From: Fred Bloggs
User-Agent: Mozilla/5.0 (Windows; U; Win 9x 4.90; en-US; rv:1.0.1) Gecko/20020823 Netscape/7.0
X-Accept-Language: en-us, en
Subject: Re: zero-power toggle circuit; was, how to master electronics
References: <3DC282F0.firstname.lastname@example.org> <3DC2E327.email@example.com> <3DC3B8B8.firstname.lastname@example.org> <3DC3EFA5.email@example.com>
Date: Sun, 03 Nov 2002 01:11:04 GMT
NNTP-Posting-Date: Sat, 02 Nov 2002 17:11:04 PST
Organization: EarthLink Inc. -- http://www.EarthLink.net
Winfield Hill wrote:
> Kevin Aylward wrote...
>>Wafer wrote ...
>>>For instance, if I ask you to come up with a simple circuit that
>>>would toggle power to a load on and off with each press of a
>>>momentary switch, but draw no current in the off state, what
>>>would you do? I would bet that your circuit would be nothing
>>It would be simple, using standard techniques that are known to
>>work. There is no point reinventing the wheel. In this case a
>>cmos JK or T flipflop driving a mos comes to mind.
> I think Wafer has in mind a discrete transistor solution.
> That's always a fun game. Here's my preliminary entry,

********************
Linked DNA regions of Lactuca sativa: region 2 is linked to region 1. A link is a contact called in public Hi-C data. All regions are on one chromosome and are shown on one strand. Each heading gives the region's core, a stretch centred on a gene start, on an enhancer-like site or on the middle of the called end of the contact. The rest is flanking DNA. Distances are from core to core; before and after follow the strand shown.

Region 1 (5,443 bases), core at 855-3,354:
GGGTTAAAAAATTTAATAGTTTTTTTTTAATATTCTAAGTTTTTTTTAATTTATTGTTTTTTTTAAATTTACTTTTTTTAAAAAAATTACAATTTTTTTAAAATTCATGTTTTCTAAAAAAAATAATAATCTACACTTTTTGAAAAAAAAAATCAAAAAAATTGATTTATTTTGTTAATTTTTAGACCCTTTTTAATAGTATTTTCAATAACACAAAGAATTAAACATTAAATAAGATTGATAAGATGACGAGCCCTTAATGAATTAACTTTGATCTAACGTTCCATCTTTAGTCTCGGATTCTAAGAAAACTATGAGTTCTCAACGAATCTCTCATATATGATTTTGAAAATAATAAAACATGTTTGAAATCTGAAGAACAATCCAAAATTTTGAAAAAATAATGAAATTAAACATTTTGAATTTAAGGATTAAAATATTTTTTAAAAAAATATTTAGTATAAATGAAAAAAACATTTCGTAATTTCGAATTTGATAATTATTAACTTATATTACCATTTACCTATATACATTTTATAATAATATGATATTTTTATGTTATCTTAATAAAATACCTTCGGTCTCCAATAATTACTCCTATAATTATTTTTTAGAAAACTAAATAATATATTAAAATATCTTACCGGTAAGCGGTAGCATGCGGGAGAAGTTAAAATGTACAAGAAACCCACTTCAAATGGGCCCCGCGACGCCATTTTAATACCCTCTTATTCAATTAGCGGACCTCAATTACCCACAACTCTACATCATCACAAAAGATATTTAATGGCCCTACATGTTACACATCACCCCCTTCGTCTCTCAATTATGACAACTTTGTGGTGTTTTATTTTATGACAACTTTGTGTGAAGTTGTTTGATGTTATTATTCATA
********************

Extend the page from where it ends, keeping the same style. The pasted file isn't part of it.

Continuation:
> which features the ability to drive a 10 to 20A load and
> should draw under a nA (room-temp FET leakage) when off.
> ,------x-------------x----------x-----(o)---x---- power
> | | 6.8k | | | 7 - 18V
> +| 1uF '--/\/\--, V | __|__
> === 25V | |/ __|__ | |
> | x--| 2n / \ | |
> | _|_ 10k | |\ 4403 /___\ | LOAD
> x---o o---/\/\--x | | | |
> | toggle | | 22k | |_____|
> | '--- | --/\/\---x |
> | 220k | x-----(o) --' to 15A
> '-----/\/\-----------x |
> | |---'
> | ||<--,
> x-----||---+ IRF540 etc
> | |
> | 6.8k |
> '---\/\/---x-----(o)-------- return
> It's assumed the user doesn't push the toggle switch more
> than ~ 1/4 sec, and also waits a few seconds between each
> toggle. One more part can be added it one desires the
> circuit to power up in a defined state.
> [ Wafer says he likes to sit down and start putting parts
> into a breadboard, then see how (if) it works and refine
> the design. I do the same, only placing parts on paper
> in an evolving schematic, "testing" portions of the design
> with some back-of-the-envelope calculations. If it looks
> good, more detailed calculations and/or spice modeling
> should follow. The above design lacks alternate versions
> to consider, and it lacks a detailed analysis step...
> OK, I'm eager to see what Wafer puts up... ]
> - Win
Well- you're still drawing at least 7mW when it's on though, and this is
not available to the load..